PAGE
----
With Evil Dead‘s iconic posters plastered across character’s bedrooms, and foggy woods a-plenty, Stranger Things gives a big thumbs up to the horror classic. Containing (or not, as the case may be) plenty of demonic possession to fill your boots. Or underwear. Expect flesh-possessing demons released from audiotape, and serious gore, making for a blood-soaked experience that’ll leave your eyes popping and your limbs chopping.
For all Twin Peaks aficionados, watching Stranger Things is like a bit wallop of deja vu. After all, David Lynch and Mark Frost’s cult TV show set the gold standard for that small town mystery narrative.
Like Stranger Things, Lynch’s story revolves around a missing child, Laura Palmer, but it quickly spins wildly out of control. With bizarre characters such as Log Lady and Bob leading the way, viewers are drawn into a world where all is not what it seems (especially those owls). However, we’re going to keep descriptions to a minimum with this one to avoid any sniff of a spoiler. And with the show set to return in 2017 after 25 years off-air, this is the perfect time to pour yourself a fresh helping of some damn good coffee and enter the world of Twin Peaks.
P.S. Twin Peaks‘ Sheriff Harry S. Truman and Stranger Things‘ Sheriff Hopper would make a pretty mega good cop, bad cop double team, right?
The Fly (1986) dir. David Cronenburg
A reboot by David Cronenburg of the 1958 original, this revisit certainly stole the leading spot and screams 80s. A perfect mix of bittersweet humour and tragic romance with a brilliantly geeky sci-fi centre, there’s little sprinkles of The Fly’s nerdy science narrative throughout Stranger Things, and loveable science teacher Mr Clarke is quite clearly a mad-scientist trapped in a sleeveless jumper and tie combo.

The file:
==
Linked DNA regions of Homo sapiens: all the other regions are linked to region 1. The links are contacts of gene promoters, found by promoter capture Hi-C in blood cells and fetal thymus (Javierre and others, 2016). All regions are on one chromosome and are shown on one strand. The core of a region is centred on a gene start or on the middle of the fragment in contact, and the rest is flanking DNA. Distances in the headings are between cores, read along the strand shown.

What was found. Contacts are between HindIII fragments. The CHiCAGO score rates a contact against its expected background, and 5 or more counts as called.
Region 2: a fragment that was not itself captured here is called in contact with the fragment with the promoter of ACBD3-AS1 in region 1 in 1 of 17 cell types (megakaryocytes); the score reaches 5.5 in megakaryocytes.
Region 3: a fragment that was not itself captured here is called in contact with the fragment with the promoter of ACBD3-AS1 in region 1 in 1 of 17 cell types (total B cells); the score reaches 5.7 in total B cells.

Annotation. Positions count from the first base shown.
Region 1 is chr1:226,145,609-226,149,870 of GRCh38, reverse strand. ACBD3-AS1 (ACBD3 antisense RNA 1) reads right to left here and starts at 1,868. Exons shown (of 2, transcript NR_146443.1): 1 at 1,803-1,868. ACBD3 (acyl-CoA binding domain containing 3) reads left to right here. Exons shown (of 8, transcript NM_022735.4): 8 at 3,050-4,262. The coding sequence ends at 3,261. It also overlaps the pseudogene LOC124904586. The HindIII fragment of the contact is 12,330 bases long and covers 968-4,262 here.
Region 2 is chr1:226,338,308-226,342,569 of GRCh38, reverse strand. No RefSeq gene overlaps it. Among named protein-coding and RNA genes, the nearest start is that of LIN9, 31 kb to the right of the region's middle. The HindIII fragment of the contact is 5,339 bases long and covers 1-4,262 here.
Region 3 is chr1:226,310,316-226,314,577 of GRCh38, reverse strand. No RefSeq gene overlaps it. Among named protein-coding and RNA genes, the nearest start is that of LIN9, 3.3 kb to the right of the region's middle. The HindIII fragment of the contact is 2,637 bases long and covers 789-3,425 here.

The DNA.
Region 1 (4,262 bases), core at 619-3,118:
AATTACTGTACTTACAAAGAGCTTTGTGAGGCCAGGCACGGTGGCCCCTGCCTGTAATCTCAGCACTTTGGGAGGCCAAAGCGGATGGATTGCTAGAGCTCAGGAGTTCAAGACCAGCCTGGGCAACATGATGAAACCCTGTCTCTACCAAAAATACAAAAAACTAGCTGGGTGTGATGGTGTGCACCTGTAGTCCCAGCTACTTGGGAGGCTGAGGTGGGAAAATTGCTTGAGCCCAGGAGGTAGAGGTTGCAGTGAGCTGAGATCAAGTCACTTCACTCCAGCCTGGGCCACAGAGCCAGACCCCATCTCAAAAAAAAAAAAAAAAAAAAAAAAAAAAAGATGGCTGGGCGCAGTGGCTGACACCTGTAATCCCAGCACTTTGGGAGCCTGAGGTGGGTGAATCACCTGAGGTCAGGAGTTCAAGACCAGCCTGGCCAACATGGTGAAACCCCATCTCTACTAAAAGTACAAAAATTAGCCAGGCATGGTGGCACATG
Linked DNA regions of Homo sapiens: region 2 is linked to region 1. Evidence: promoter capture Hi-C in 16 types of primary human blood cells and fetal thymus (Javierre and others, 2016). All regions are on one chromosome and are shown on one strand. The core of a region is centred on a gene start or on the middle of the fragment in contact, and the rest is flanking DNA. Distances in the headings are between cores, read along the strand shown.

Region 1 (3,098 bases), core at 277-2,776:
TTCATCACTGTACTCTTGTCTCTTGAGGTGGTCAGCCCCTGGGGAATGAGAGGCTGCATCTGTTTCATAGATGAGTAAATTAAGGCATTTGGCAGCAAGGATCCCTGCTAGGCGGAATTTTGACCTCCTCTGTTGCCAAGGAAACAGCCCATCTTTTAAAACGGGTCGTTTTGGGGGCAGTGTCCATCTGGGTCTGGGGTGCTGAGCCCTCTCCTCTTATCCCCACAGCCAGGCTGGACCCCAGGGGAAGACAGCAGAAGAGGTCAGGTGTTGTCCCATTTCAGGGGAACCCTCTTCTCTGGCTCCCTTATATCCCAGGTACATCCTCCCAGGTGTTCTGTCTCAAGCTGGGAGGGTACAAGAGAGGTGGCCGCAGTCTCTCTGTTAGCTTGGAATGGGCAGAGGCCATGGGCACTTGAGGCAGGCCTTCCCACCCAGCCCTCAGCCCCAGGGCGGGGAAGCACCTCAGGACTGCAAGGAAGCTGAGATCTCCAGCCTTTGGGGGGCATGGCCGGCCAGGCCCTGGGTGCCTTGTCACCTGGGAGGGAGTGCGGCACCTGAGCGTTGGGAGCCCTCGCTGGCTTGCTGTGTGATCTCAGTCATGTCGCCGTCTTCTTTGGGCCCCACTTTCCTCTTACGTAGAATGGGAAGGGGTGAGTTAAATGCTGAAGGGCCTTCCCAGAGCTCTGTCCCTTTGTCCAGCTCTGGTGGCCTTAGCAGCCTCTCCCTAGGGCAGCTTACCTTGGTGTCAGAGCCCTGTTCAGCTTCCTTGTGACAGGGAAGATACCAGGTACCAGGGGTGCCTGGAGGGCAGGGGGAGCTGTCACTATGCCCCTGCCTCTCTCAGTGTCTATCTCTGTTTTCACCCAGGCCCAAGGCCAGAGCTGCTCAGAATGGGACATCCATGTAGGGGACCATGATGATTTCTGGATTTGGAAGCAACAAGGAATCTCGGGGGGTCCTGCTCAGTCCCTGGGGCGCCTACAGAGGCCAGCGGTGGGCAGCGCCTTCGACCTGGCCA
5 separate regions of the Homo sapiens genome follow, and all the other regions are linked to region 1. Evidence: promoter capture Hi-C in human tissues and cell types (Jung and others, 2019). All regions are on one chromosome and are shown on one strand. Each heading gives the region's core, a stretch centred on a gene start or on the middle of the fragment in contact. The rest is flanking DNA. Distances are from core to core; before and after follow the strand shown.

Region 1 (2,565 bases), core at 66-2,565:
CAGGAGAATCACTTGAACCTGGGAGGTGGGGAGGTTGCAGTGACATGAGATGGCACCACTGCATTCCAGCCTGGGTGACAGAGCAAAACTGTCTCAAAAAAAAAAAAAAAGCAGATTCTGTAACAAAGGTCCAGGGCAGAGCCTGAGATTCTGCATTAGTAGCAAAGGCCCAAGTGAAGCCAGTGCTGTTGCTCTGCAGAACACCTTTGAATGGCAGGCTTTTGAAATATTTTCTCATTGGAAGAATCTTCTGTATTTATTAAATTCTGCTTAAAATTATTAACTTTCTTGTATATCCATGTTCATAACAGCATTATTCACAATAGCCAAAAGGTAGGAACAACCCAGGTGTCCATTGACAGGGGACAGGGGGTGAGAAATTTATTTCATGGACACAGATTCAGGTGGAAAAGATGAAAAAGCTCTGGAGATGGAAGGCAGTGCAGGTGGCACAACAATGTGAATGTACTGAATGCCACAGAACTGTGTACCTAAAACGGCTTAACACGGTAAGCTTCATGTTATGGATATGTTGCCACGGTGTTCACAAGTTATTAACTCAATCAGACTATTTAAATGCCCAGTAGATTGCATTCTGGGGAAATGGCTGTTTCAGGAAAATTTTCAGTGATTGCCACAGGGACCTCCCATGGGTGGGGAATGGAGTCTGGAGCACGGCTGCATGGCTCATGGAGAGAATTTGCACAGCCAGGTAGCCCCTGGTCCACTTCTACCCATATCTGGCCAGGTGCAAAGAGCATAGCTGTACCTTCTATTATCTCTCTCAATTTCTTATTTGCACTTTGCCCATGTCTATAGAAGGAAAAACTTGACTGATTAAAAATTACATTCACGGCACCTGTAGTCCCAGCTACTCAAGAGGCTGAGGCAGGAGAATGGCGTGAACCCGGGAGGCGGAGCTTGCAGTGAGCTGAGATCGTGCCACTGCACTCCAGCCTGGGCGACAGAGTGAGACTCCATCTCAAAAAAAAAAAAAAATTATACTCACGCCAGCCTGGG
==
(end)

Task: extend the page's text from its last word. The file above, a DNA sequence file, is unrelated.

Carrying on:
The plot? Well, eccentric scientist seth brundle (Jeff Goldblum) officially manages to frankenstein himself after a fly gets stuck in the mix of an experiment, becoming the perfect recipe for a human-fly hybrid and providing one of the best Halloween costume inspiration ideas going.
“Be afraid, be very afraid.”
Blue Velvet (1986) dir. David Lynch
Another Lynch reference for you, and again it’s that small town mystery theme. Blue Velvet all kicks off when college student Jeffrey Beaumont (Kyle MacLachlan) takes a shortcut home through a field and stumbles across a severed human ear. The ear leads to a drug ring, a kidnapped father and child, and a sadomasochistic relationship between nightclub singer Isabella Rossellini and monstrous local crime boss Frank Booth, brilliantly played by Dennis Hopper (after watching, listening to Roy Orbison’s In Dreams will never be the same again).
Upon first finding the hacked off body part, Lynch’s camera dives deep into the ear, taking us through the rabbit hole and into this vivid, bizarre and utterly captivating world – it’s David Lynch, what did you expect?
Pretty in Pink, 1986 dir. John Hughes
High schools are the epicentre of 80s teen flicks – you don’t have to be John Hughes to know that – and the Stranger Things teenagers could quite easily be enrolled in Pretty in Pink’s uber-80s school of nostalgia.
Take Steve Harrington, for example. Rich kid, smooth talker, and a head full of mousse. And then there’s the wardrobe, varsity jackets, Mom jeans, converse and denim jackets. We dig.
Stranger Things 2 will be streamed on 27th October via Netflix.